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Discussion Starter #8
Lazy troubleshooter question: I have some braided ground straps but not much time to tear into the project tonight. Can I leave the existing grounds in place and just quickly run ground straps like wtz_ftw did here:

http://forum.chryslerminivan.net/showthread.php/155873-Critiquing-My-Upgraded-Two-Grounds?highlight=alternator

I have much more time to actually dig into the project (Plenum to firewall and under the battery tray) over the weekend to do it properly. But if the problem is under the battery tray, could my proposed quick fix clue me in as to whether or not I am barking up the correct tree?
 

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Discussion Starter #9
After testing my alternator, it is operating properly. I was wrong about the codes - they were old. After clearing the old ones and driving for the week, no new codes were generated. I cleaned all the grounds and battery connections. And the fans are running properly.

Thank you all though for the troubleshooting tips. I am zeroing in on the problem and have started a new thread. Something is going on with cylinder #4.
 

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Discussion Starter #10
Well, it took them 5 days, but after $586 in labor (+$240 for the rental vehicle), the dealer diagnosis was this: the #4 spark plug wire was missing the metal end cap.

I can't believe it. When I changed out the AC compressor and expansion valve in May, I figured it was a good time to change out the plugs and wires since I was taking the alternator out anyway and that is the only way to access them. I purchased new plugs and wires from Advanced auto. I didn't even buy the el cheapo's. Knowing that I had a lengthy road trip coming, I bought their high end offering. The job went itself went smoothly, but I was concerned when one of the plugs I pulled out of the box already had anti-seize on the threads. Someone had bought them and maybe didn't end up needing one? I don't know. But I inspected the plug and it looked fine. I gapped it to 0.50 and installed it anyway. (My car was all apart and it was night so I wasn't going to return it the next day). The plug wires showed no sign of prior use and they installed properly. I don't recall NOT hearing the "click" as they snapped onto the spark plug. But apparently, that was the problem. And it was the number 4 wire as I had speculated.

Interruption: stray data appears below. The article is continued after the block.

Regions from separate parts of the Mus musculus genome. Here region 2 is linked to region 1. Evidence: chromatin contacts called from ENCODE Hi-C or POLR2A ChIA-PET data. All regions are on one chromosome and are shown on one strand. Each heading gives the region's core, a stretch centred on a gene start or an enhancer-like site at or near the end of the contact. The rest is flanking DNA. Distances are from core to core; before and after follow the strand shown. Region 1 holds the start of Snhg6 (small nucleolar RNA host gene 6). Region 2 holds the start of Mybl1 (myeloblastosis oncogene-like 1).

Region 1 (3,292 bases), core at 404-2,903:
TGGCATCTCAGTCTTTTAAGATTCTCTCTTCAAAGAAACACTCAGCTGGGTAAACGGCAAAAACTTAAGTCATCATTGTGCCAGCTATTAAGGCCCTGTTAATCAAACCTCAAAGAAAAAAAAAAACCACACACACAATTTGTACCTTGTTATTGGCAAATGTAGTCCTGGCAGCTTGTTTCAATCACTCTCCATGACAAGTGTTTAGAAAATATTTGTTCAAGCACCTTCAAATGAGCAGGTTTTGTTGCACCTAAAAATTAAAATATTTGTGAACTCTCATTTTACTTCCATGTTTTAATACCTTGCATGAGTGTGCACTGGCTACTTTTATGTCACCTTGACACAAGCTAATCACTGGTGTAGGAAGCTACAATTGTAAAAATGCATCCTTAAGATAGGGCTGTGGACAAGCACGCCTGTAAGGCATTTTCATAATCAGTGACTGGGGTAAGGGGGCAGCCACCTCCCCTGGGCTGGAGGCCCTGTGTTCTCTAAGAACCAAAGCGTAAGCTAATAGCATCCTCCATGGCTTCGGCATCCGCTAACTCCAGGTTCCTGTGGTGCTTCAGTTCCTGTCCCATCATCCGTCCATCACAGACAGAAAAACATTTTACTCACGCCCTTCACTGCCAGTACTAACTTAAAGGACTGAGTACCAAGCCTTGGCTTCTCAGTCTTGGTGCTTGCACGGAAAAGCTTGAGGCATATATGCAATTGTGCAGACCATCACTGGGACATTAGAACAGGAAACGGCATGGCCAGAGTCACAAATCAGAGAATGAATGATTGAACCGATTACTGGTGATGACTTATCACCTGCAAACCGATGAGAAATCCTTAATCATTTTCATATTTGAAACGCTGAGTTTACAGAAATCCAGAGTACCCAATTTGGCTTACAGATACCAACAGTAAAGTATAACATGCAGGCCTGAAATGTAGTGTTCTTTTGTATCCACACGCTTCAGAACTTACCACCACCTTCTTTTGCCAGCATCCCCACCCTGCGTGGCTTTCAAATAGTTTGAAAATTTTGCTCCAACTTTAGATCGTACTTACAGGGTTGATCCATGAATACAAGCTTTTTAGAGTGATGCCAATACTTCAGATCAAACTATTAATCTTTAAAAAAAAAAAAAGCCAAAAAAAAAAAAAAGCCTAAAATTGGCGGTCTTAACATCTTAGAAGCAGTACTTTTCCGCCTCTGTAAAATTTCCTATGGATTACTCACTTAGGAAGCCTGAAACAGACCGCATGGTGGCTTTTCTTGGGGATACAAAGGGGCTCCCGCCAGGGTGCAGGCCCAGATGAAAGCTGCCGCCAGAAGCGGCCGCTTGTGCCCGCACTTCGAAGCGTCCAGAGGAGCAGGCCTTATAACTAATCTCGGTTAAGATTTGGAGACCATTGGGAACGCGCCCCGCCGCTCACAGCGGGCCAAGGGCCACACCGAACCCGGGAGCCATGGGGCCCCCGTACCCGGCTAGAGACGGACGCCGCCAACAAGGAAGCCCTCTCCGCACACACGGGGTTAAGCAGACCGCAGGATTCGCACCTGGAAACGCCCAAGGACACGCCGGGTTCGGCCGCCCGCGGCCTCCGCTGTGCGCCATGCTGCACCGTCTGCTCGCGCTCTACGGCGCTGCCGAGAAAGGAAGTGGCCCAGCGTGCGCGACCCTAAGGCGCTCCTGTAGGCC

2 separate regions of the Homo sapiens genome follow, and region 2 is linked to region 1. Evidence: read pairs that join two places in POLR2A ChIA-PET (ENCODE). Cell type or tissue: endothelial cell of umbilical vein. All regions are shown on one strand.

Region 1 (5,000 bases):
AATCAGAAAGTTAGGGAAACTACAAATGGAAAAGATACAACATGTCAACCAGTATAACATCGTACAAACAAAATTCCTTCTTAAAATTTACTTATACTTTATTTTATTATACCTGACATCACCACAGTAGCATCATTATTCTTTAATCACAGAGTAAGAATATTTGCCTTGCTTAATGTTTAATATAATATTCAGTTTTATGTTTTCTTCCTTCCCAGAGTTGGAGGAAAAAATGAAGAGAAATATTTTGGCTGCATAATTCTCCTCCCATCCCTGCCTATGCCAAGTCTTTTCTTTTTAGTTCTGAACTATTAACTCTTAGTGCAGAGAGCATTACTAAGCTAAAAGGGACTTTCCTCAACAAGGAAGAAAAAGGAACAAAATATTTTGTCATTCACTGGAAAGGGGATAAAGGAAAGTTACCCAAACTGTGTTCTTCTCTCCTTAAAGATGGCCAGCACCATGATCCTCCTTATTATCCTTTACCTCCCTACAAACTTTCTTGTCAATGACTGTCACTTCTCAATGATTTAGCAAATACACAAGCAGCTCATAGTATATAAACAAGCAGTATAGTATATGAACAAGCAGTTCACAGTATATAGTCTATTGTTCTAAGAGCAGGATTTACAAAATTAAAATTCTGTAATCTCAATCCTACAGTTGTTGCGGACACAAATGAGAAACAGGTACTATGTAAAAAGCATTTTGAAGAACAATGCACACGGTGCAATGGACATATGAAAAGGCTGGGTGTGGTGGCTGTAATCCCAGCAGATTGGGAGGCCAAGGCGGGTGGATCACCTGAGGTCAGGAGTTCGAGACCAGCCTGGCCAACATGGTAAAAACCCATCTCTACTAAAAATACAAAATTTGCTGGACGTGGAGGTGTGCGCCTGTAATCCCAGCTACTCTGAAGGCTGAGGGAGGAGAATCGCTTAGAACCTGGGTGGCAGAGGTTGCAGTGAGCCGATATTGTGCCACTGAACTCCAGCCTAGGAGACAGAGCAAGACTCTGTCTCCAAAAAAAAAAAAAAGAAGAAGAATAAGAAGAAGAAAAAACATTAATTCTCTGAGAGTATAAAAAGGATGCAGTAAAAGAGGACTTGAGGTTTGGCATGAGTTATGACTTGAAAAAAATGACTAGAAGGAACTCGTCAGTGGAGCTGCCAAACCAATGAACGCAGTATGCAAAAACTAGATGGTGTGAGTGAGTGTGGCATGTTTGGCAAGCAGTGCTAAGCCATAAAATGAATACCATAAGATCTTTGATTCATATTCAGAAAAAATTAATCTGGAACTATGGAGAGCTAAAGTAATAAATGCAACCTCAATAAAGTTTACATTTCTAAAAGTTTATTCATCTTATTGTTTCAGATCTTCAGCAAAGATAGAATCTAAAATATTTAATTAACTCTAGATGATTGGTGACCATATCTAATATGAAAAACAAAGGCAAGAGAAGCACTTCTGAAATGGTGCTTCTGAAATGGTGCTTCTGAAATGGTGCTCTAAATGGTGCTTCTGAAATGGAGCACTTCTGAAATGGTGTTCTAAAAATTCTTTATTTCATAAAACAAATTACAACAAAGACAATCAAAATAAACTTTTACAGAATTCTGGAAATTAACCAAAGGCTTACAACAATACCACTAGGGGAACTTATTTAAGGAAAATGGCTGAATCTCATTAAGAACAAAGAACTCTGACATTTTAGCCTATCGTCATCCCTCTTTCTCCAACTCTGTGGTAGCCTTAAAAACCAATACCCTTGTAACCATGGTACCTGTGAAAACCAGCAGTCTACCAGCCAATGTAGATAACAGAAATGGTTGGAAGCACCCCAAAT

I am still miffed as to how the car could run absolutely flawlessly up until the point that it was up to temp and then develop all of these problems. And I don't know whether or not to go back to advanced auto and register a complaint. At a very minimum, I think I should get back my money for the wires and plugs.

What would you all do?

Total cost: $1,032 for a faulty plug wire!

[$206 (parts used in troubleshooting) + $586+tax (dealer diagnosis and fix) + $240 (rental car) = $1,032]...and this does not include the countless hours searching on here and under the hood. Nor does it include the generous time members took to respond with their thoughts.

  • Coil ($40)
  • Throttle body gasket ($7)
  • Sea Foams Injector Cleaner ($10)
  • EGR valve ($50)
  • Idle Control Valve ($15)
  • Throttle Position Sensor ($14)
  • Thermo Flex Wire Insultation ($15)
  • High Heat Harness tape ($9)
  • PCV Valve ($8)
  • MAP sensor ($38)
(P.S.- since I have two threads running about the same problem, I will cut and paste this into the other thread as well. But I don't want anyone to think "am I reading double"?)
 

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Hi, what you are experiencing sound similar to what I had, it turned out to be the spark wire to the right rear spark plug,the one behind the alternator had chaffed and caused a short.I hope this helps.
1999 T&C 3.8 engine. I still have the van. willing to part with, has new tiger paw tires, just want the price of the tires.
 

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Discussion Starter #12
I just realized that I never circled back on one additional problem that I discovered and solved last summer and for which the van has been running splendidly ever since.

When I remover and cleaned the throttle body, I ordered a replacement throttle body gasket from Amazon. In my haste, I reassembled everything but did not check the mating surface. After troubleshooting and troubleshooting, I eventually disassembled the throttle body again and discovered that I did not receive the correct gasket. It looked correct at quick glance, but the Venturi diameter of the gasket was about 1/2” less than the diameter of the actual Venturi. Thus, it was restricting air flow. I took a razor blade and trimmed it to the correct diameter and it has been running fine ever since.

So the moral of the story is to check the mating surfaces and make certain you have the right sized throttle body gasket!
 

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You had a throttle body gasket for a 3.3L engine. Glad to hear you got the van running well. You could probably argue to get your money back for the plug wires, but it ends there. You need an ASE certified mechanic to install the parts, or else the labor is on you. All the parts for "troubleshooting" weren't really needed, and diagnosis isn't covered. Inspecting the parts before installation (what they assume an ASE tech would do) would have prevented this problem. This is how the discount auto parts stores see it. Yeah, it's not fair and you paid a price for learning something, but that's life. I got a raw deal once with a new brake master cylinder that ruined my front brakes and cost me a couple of days of work, but I ate the cost and will avoid Dorman parts if I can.
 

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Discussion Starter #14
Gosh no, at this late date I am not looking to recoup anything. I am far from a master mechanic, but I know enough that I should have caught this. I was just rushing and learned an expensive lesson in my haste. Just putting it out there for others to check if they have similar symptoms.